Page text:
But challenges against the anesthetic agents themselves -- for which we have vast amounts of data -- is an entirely different matter to my mind.
And yes, I do think plenty of these cases are brought in bad faith with no other purpose than to produce delay.
Posted by: Soronel Haetir | Jul 10, 2013 3:46:17 PM
I appreciate Bill Otis' response though its tenor suggests it missed some of my sarcasm. Not quite sure though. Yes, the defense attorney -- BY THE SYSTEM -- is there to defend the client. Since this is the point, I continue to not quite get his tone when talking about defense attorneys.
It is not their problem specifically. The system is what he should be focusing his spleen against. The defense attorney still has ethical and legal responsibilities here and cannot under them just "lie" and such. They repeatedly, and prosecutors know this too, are restrained by the rules in ways that can hurt their clients. But, again, I'm not surprised Bill Otis as a prosecutor provides a professional bias to one side. The system encourages it.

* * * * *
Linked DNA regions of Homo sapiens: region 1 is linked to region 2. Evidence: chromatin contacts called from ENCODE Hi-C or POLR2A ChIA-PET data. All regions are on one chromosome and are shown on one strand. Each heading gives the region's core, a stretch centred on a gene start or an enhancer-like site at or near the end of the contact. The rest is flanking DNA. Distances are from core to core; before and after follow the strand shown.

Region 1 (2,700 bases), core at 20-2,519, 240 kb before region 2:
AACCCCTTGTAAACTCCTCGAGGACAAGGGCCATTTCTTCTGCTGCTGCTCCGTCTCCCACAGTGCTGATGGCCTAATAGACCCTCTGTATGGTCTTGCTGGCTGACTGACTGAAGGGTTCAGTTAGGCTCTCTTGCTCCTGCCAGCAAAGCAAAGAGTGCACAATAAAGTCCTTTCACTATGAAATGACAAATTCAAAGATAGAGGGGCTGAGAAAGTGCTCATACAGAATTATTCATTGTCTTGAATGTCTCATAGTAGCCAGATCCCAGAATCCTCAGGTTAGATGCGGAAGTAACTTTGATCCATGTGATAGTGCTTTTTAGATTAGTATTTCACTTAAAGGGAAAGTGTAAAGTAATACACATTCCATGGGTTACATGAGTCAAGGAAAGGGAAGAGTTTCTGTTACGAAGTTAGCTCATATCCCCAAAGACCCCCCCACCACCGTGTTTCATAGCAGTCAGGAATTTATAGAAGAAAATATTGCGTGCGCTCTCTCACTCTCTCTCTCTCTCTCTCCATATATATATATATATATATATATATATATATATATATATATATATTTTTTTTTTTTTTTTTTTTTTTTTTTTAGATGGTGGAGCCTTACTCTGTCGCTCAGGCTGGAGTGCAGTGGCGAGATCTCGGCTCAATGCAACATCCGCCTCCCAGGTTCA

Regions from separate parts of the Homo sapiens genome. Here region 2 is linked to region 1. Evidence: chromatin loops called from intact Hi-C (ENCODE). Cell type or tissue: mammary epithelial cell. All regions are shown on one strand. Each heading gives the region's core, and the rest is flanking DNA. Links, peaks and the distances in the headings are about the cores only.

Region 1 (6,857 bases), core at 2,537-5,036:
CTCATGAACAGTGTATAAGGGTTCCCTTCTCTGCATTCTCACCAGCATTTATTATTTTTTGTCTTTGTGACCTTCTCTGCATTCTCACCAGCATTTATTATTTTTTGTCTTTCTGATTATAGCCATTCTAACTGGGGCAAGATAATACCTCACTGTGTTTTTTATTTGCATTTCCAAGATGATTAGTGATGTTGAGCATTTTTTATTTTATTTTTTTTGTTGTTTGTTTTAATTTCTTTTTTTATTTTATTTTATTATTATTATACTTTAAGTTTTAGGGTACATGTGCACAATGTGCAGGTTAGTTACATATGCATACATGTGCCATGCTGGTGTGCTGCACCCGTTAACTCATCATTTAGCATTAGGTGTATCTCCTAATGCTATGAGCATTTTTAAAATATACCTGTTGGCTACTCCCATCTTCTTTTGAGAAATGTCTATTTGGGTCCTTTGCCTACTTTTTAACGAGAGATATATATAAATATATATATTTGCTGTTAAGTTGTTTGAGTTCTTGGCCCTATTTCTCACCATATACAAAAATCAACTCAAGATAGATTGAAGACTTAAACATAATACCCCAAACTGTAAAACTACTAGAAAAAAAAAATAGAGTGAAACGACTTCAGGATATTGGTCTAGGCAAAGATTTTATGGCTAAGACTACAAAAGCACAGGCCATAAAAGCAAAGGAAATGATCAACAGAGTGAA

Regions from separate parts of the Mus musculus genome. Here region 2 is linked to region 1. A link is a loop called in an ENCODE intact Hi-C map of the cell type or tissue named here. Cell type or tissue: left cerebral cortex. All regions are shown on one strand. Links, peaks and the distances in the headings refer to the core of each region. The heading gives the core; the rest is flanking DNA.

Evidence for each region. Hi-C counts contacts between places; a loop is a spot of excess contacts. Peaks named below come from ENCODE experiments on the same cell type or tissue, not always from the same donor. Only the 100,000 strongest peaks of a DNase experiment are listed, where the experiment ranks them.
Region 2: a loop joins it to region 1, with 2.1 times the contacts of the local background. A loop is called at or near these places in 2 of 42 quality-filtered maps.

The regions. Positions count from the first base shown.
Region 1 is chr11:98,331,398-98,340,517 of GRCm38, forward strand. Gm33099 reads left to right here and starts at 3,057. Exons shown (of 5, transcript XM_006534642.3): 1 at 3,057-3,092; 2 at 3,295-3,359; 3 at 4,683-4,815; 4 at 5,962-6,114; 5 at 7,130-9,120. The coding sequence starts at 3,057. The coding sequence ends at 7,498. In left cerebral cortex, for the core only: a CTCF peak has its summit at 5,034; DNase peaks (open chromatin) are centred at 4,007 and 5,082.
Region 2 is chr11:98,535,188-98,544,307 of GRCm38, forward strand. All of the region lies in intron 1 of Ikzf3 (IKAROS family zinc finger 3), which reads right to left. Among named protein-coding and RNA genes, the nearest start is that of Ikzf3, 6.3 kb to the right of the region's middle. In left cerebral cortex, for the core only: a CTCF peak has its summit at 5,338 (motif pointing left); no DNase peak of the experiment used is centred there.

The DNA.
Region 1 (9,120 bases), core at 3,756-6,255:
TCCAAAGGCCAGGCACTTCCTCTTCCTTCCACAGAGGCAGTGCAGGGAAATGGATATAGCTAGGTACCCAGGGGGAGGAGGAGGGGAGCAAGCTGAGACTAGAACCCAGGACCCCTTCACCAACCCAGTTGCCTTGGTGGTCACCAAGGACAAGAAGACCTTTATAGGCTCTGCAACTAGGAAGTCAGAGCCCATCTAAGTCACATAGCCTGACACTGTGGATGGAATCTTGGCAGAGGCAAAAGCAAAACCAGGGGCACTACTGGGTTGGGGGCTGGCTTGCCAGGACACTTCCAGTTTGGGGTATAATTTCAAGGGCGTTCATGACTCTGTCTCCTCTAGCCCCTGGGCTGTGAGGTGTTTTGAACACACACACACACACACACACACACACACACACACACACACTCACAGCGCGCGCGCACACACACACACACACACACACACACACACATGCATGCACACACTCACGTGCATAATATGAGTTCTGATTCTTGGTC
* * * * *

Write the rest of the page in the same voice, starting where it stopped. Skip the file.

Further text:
This statement is singled out for bad phrasing:
"The claims - attorneys of any caliber raising possibly weak claims to delay ... I'm shocked beyond belief here - might be invalid."
The first part makes a basic point that attorneys of all types, including both sides in civil cases, make weak arguments. So, it is not in the least unique to defense attorneys for an attorney to make a weak claim in the midst of litigation. The sarcasm is in response to singling out defense attorneys here; to remind that they are far from alone. The second part accepts the claim here might be invalid. Doesn't seem too hard to understand, but mea culpa if it is.
The use of one argument at a certain stage and another argument at another stage, even if they can be conflicted, is yet again something attorneys as a whole do. There is nothing special as a whole about defense attorneys do it here. My opposition to the death penalty (or someone's opposition to affirmative action or whatever thing) still allows various levels of argument. It is not all/nothing. A claim that the DP is unconstitutional is a weak one under current precedent. The claim regarding a specific means of execution is not the same thing. Bad or not, Baze leaves things more cloudy there.